Welcome to the Fall 2019 edition of US Neurology!
This edition is introduced by Editorial Board member Rebecca Gilbert (Chief Scientific Officer of the American Parkinson Disease Association [APDA]), who has also contributed a special report summarizing a recent APDA Diversity in Parkinson’s Disease Research Conference.
This latest selection of articles cover pertinent topics across epilepsy, Parkinson’s disease, migraine, multiple sclerosis and spinal muscular atrophy. We trust you’ll find something of interest.
As always, we’d love to hear from you if you’re an expert in the field with work you wish to share; please visit our submission site for more information.
Thanks and enjoy!
Foreword – US Neurology, Fall 2019
Welcome to the fall edition of US Neurology. This edition features a diverse range of topical articles covering many therapeutic areas relevant to neurologists and other practitioners involved in the care of patients with neurological illness. We begin with an expert interview with Ruben Kuzniecky on the subject of the Human Epilepsy Project, which aims […]
Towards a Greater Understanding of Epilepsy—The Human Epilepsy Project
Epilepsy is an important cause of disability and mortality, and affects around 50 million people worldwide.1 Focal seizures, which originate in only one part of the brain, account for around 80% of all epileptic seizures.2 Treating epilepsy, however, is challenging since the types, severity, frequency, and impact of unprovoked seizures vary from person to person. […]
American Parkinson Disease Association Explores the Current Research in Diverse Parkinson’s Disease Populations
Parkinson’s disease (PD) is a progressive neurodegenerative disorder, with an average age of onset of 56, that causes abnormalities both in motor and non-motor functioning. Clinical features that affect motor function include bradykinesia, rigidity, resting tremor, gait abnormality, and postural instability. Clinical features that affect non-motor function include cognitive dysfunction, depression, anxiety, sleep disorders, orthostatic […]
Pediatric Migraine—An Updated Review
Headache is the second most common reason children seek neurological care in the USA.1 Migraine can affect children of all ages, and by the age 10, it affects more than 5% of children in the USA.1 Before puberty, it affects both boys and girls equally; however, post-puberty migraine is more prominent in females at a […]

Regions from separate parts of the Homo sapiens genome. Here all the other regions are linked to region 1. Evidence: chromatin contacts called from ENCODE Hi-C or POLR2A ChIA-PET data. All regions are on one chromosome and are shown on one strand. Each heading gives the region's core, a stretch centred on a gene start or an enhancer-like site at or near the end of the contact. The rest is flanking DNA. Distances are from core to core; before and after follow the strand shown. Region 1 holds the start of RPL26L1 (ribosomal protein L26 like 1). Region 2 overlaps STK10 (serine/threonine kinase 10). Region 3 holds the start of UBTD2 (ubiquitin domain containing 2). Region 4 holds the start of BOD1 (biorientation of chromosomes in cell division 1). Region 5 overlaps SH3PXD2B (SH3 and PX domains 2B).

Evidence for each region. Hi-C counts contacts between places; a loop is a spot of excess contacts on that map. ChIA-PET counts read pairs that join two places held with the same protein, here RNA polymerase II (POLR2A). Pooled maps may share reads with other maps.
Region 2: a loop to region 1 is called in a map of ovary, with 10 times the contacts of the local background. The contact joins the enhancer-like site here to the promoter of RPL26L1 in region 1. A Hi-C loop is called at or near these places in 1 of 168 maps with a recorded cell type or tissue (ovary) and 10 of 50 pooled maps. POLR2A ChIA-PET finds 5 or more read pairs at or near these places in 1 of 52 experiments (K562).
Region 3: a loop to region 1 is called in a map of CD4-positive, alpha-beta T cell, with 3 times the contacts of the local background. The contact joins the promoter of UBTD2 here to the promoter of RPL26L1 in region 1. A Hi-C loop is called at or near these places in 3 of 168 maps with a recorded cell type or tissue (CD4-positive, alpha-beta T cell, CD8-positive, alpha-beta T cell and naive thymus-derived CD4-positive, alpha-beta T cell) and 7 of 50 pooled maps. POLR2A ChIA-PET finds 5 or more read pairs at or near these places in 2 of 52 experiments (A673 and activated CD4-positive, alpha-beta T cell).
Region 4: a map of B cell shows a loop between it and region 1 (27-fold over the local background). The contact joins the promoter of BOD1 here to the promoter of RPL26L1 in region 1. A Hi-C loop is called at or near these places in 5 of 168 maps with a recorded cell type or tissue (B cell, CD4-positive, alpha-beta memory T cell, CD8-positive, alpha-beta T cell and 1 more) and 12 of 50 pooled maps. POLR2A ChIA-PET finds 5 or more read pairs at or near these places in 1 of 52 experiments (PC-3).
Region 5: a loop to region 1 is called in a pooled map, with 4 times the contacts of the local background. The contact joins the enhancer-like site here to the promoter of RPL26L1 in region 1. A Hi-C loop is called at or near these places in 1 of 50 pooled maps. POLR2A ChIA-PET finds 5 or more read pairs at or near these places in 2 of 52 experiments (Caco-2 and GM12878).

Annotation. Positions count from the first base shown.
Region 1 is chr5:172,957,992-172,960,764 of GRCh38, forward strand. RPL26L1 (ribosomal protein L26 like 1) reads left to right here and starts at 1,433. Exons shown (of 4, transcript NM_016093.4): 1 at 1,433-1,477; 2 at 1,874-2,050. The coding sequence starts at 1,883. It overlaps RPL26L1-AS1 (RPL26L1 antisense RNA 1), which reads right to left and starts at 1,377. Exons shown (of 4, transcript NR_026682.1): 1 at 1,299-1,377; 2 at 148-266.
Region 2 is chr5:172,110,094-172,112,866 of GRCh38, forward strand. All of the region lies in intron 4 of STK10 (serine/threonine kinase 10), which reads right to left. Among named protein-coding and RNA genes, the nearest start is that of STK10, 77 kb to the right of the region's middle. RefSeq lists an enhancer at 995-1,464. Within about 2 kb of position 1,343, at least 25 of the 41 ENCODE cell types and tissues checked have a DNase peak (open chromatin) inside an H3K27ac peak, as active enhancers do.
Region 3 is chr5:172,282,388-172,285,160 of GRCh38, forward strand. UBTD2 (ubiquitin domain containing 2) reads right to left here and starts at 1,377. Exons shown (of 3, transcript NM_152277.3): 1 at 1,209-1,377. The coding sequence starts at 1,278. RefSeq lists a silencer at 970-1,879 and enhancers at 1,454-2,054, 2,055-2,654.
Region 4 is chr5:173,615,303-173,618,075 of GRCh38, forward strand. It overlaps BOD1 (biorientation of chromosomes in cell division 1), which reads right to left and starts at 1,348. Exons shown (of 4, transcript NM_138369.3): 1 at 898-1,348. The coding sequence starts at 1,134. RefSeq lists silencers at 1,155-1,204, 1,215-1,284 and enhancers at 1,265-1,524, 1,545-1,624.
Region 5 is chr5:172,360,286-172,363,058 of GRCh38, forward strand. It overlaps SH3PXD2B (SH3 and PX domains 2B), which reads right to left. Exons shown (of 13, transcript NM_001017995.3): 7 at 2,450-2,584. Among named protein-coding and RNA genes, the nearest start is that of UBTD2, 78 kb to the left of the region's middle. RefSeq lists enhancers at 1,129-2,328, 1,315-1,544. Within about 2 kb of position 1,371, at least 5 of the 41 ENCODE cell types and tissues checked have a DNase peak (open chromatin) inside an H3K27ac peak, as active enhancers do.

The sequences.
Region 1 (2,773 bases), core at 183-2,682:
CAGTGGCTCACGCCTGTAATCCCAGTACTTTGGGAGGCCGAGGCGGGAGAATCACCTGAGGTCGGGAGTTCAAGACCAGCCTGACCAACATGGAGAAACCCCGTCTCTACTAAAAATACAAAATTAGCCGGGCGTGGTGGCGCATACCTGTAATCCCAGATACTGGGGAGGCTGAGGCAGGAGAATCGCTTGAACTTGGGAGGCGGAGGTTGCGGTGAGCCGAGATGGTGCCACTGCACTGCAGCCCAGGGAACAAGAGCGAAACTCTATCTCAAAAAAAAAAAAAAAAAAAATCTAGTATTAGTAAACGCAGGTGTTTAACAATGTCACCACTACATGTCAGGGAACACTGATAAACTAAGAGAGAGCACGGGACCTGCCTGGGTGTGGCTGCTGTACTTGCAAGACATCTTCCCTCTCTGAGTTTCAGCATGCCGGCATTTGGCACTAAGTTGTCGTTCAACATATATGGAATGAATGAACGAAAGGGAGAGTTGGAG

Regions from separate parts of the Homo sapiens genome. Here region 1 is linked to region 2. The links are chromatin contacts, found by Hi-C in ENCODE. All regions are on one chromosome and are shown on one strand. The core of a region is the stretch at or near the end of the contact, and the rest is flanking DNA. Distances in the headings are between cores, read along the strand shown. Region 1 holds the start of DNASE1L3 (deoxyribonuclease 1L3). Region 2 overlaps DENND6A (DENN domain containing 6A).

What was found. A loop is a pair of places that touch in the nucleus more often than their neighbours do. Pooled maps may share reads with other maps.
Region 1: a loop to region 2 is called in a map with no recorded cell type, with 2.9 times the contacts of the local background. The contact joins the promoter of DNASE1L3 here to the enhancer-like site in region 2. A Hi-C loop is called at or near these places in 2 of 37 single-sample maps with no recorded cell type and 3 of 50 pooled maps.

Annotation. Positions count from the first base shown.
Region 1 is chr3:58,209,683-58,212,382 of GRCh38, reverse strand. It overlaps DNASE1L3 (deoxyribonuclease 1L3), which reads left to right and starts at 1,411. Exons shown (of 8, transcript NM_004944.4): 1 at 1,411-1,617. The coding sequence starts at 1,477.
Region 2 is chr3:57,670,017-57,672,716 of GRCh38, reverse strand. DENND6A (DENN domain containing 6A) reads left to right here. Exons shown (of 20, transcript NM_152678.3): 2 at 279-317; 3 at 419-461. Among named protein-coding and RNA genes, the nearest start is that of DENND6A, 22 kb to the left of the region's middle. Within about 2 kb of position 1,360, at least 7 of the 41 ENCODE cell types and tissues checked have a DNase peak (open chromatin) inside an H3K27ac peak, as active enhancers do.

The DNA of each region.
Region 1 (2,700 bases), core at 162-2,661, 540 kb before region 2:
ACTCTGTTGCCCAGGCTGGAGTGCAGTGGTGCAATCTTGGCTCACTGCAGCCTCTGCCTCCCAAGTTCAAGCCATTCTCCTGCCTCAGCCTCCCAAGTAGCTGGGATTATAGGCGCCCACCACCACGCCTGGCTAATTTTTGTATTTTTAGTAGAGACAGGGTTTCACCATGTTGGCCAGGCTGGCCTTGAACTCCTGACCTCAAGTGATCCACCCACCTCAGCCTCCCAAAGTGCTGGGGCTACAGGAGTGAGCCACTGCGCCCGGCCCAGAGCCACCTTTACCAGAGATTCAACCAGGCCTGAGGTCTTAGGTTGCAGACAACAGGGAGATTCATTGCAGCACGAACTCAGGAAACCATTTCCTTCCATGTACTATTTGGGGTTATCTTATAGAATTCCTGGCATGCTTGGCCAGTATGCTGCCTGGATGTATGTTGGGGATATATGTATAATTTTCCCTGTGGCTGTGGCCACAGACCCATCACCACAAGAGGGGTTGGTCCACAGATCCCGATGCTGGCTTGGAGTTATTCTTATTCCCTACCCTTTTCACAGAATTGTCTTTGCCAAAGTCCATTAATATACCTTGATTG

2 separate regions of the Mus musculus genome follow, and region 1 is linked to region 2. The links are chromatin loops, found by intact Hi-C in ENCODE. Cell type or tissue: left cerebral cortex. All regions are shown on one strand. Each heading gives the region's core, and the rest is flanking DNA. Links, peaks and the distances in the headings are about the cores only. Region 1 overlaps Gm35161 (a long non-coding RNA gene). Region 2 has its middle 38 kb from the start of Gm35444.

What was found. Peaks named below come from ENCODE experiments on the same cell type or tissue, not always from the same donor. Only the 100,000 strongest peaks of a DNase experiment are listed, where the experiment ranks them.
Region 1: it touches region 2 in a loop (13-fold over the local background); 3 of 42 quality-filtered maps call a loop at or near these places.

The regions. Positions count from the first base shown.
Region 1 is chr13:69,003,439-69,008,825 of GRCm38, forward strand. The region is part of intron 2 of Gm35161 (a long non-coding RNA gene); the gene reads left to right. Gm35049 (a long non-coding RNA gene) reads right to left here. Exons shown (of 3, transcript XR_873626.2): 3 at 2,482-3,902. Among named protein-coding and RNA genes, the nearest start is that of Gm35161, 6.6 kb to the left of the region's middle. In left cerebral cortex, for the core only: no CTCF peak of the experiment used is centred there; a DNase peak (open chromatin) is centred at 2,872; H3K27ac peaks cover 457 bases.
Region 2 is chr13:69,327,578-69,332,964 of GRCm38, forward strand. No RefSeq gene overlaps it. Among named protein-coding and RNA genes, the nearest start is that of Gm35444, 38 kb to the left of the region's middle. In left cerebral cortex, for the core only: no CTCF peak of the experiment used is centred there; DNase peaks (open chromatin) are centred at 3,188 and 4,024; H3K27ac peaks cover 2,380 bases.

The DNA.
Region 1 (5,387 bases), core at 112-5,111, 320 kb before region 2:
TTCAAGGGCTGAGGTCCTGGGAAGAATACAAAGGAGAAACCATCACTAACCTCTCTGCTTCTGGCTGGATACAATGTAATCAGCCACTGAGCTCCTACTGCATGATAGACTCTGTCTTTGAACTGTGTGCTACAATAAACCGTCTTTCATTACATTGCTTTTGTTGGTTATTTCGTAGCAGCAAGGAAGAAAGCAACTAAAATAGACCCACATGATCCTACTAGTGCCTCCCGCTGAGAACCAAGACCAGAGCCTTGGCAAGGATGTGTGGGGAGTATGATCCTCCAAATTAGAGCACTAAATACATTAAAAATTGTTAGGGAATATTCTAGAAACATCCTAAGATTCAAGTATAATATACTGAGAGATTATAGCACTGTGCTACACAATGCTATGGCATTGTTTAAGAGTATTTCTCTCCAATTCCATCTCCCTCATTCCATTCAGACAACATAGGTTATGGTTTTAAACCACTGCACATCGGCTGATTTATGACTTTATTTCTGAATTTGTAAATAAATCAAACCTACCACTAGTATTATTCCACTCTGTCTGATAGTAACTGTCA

Rational Prescribing for Migraine Prevention
Migraine prevention medication is recommended for: (1) frequent headaches (generally defined as at least four migraines per month that are associated with some degree of impairment); (2) migraines that significantly interfere with a patient’s daily activities despite acute treatment; (3) migraine with brainstem aura and hemiplegic migraine independent of frequency; (4) contraindication to, treatment failure […]
Exploring the Role of the Microbiome in Multiple Sclerosis
Multiple sclerosis (MS) involves inflammation, demyelination and neurodegeneration of the central nervous system (CNS) and is characterized by variable degrees of axonal loss and gliosis.1 Lesions occur in both the white and grey matter. Generally, the overall incidence of MS and other chronic autoimmune disorders has increased in the last 100 years.2 The incidence and […]
Non-motor Symptoms of Parkinson’s Disease—Considerations for Subclinical and Atypical Seizures
Parkinson’s disease (PD) is a multifaceted neurodegenerative disease that progressively affects individuals’ mobility. In addition to the cumulative motor disability, a plethora of non-motor symptoms (NMS-PD) can be encountered at different stages of the disease. Some of these NMS-PD are indeed regarded as significant determinants of the patient’s quality of life, functional independence, and overall […]
Spinal Muscular Atrophy—Two Case Reports of Compound Heterozygosity
Spinal muscular atrophy (SMA) is a progressive neuromuscular disorder affecting approximately 1 in 10,000 births. It is characterized by predominantly proximal muscle weakness as a result of degeneration of anterior horn cells of the spinal cord.1 In most patients with SMA, the disease is caused by a homozygous deletion or mutation of the telomeric survival […]
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